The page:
This is the first novel of Dawn Cook’s extraordinary coming-of-age fantasy featuring Alissa, a young novice in the art of magic, who embarks on an epic journey of discovery and danger.
The First Truth was the first thing I wrote. Seriously, the very first thing I wrote . . . and rewrote, and rewrote until I realized I’d spent five years on the same 120,000 words. It slowly evolved into a four-book series that originally found publication in 2001 and is now in the fortunate position to be given a chance at a new life, but what I’m most known for is my work as Kim Harrison.
I began writing in the urban fantasy genre even before the genre had a proper name, chasing the heels of Hamilton, Harris, and Butcher with my own version of magic in the modern setting. It had been done before, but not with such popularity, and when I began writing as Kim Harrison, I had no inkling that this new genre would pull me away from my earlier work in the fantasy field. Who knew that urban fantasy was set to explode? Now that the Kim Harrison books have their own identity, I’ve been allowed the chance that is not afforded many in the writing field: the chance to breathe new life into an early story that I love.
I read through First Truth about a year ago when the chance to see the Truth books repackaged first came up. I was afraid that the writing might be childish, the newbie shine too great, that the people who enjoy the Kim Harrison stories would look at it and scratch their heads, and perhaps I should just let my early works die. After all, the two genres of fantasy and urban fantasy are vastly different. The pacing is much slower in the Truth books, the tone and voice more lyrical. It’s a different genre, and it shows. I worried that the people who love the Hollows might pick up First Truth expecting Rachel with a sword and dragon instead of a spell pot and convertible, and be disappointed when they found out Alissa was her own person in her own right with her own storytelling style.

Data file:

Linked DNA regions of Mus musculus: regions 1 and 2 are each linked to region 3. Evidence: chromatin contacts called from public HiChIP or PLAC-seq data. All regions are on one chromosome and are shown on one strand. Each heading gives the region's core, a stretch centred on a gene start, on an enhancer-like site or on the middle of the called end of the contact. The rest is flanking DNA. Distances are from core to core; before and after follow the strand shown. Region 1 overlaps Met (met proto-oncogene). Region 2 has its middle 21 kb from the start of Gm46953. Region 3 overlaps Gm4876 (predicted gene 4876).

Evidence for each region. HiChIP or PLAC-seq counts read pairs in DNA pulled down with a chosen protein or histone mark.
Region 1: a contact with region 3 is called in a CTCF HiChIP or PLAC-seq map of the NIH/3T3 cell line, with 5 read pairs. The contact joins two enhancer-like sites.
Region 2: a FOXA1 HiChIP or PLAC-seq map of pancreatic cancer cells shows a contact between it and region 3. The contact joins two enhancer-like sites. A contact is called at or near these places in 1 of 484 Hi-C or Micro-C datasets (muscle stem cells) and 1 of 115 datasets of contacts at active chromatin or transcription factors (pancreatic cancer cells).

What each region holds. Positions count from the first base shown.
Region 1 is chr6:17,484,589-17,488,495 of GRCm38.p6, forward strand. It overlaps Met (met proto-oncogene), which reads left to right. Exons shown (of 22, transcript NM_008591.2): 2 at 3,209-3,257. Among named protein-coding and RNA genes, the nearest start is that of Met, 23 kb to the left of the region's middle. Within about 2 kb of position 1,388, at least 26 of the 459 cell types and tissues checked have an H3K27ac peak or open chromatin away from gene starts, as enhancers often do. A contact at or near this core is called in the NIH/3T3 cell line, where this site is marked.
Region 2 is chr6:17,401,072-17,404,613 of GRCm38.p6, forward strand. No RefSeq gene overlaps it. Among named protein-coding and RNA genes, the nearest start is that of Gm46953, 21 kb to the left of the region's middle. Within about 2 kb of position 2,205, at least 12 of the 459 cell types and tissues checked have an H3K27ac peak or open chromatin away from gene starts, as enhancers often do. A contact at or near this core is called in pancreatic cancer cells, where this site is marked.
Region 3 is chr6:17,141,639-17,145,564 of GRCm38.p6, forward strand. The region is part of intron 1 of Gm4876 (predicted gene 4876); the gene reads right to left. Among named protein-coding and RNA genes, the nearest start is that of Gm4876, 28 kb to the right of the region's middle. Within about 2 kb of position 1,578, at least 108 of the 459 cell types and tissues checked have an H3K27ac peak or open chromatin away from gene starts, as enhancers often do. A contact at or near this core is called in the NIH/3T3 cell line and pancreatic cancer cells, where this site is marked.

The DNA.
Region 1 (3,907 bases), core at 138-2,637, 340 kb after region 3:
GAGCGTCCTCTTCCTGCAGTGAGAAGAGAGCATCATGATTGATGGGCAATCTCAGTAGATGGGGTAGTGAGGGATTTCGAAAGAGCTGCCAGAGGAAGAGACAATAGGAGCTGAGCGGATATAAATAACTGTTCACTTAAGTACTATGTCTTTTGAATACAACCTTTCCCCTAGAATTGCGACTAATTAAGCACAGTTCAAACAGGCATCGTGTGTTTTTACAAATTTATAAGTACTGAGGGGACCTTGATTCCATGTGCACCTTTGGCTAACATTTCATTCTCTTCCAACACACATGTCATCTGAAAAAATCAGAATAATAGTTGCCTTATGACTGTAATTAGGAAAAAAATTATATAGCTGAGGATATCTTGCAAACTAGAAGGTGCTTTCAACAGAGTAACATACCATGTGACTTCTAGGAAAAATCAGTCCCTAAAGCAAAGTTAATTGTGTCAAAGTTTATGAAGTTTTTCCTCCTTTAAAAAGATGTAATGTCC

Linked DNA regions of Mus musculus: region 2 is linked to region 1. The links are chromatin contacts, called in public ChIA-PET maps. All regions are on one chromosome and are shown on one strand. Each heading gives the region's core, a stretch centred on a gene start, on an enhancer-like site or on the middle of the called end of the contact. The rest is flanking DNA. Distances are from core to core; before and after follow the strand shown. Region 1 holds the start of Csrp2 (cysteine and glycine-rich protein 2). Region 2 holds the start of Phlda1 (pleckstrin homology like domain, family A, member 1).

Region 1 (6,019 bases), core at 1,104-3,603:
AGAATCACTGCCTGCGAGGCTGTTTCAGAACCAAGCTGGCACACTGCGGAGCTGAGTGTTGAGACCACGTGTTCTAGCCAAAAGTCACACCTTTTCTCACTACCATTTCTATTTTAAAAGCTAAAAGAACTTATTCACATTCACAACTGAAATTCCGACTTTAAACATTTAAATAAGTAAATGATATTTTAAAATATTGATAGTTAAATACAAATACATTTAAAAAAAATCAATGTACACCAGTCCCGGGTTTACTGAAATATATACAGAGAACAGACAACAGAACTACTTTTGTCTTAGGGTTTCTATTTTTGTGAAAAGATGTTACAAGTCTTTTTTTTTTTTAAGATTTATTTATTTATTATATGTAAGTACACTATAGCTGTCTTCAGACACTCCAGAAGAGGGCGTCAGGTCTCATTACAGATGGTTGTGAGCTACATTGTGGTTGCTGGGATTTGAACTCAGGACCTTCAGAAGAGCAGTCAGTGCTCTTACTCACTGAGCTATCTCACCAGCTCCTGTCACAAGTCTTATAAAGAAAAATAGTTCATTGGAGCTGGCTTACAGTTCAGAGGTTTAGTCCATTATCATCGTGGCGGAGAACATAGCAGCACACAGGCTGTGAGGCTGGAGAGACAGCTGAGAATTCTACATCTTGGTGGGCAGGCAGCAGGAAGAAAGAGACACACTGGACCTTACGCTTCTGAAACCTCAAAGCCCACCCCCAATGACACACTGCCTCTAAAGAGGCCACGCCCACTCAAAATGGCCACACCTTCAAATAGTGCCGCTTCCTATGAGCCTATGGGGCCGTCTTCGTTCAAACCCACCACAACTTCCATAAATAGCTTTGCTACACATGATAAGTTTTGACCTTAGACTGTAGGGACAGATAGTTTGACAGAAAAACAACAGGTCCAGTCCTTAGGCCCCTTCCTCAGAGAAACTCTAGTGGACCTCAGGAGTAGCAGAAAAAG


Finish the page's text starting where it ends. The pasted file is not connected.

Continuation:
But as I read, I fell in love with Alissa’s tale all over again with its dragons, pet kestrels, a wandering minstrel who loves her despite a chasm of prejudice between their peoples. And then I remembered the mirth trees and the soul lovingly waiting for her there through the centuries, and Useless’s secret, waiting to be resolved. I remembered Alissa’s anguish when she realized she loved Strell, and the power she held because she was neither plains nor hills. I saw again in my mind the echoing caverns under the Hold and felt the thrill of Alissa’s discovery of who she was and the terrible price her birthright came with. Oh yeah. I wanted these stories to live again. My storytelling was not as smooth as it is now, the delivery not as polished, but that, too, is part of the story’s charm. The raw enthusiasm I have for my work shows no place clearer than here . . . when the discovery of my love for writing spills forth in a splurge of creativity before it was corralled with experience and technique. I can’t wait to see how people react to Alissa, Strell, and Useless. I think they’re pretty cool.
I have a story to tell. That’s what’s it’s all about. The rest is just semantics.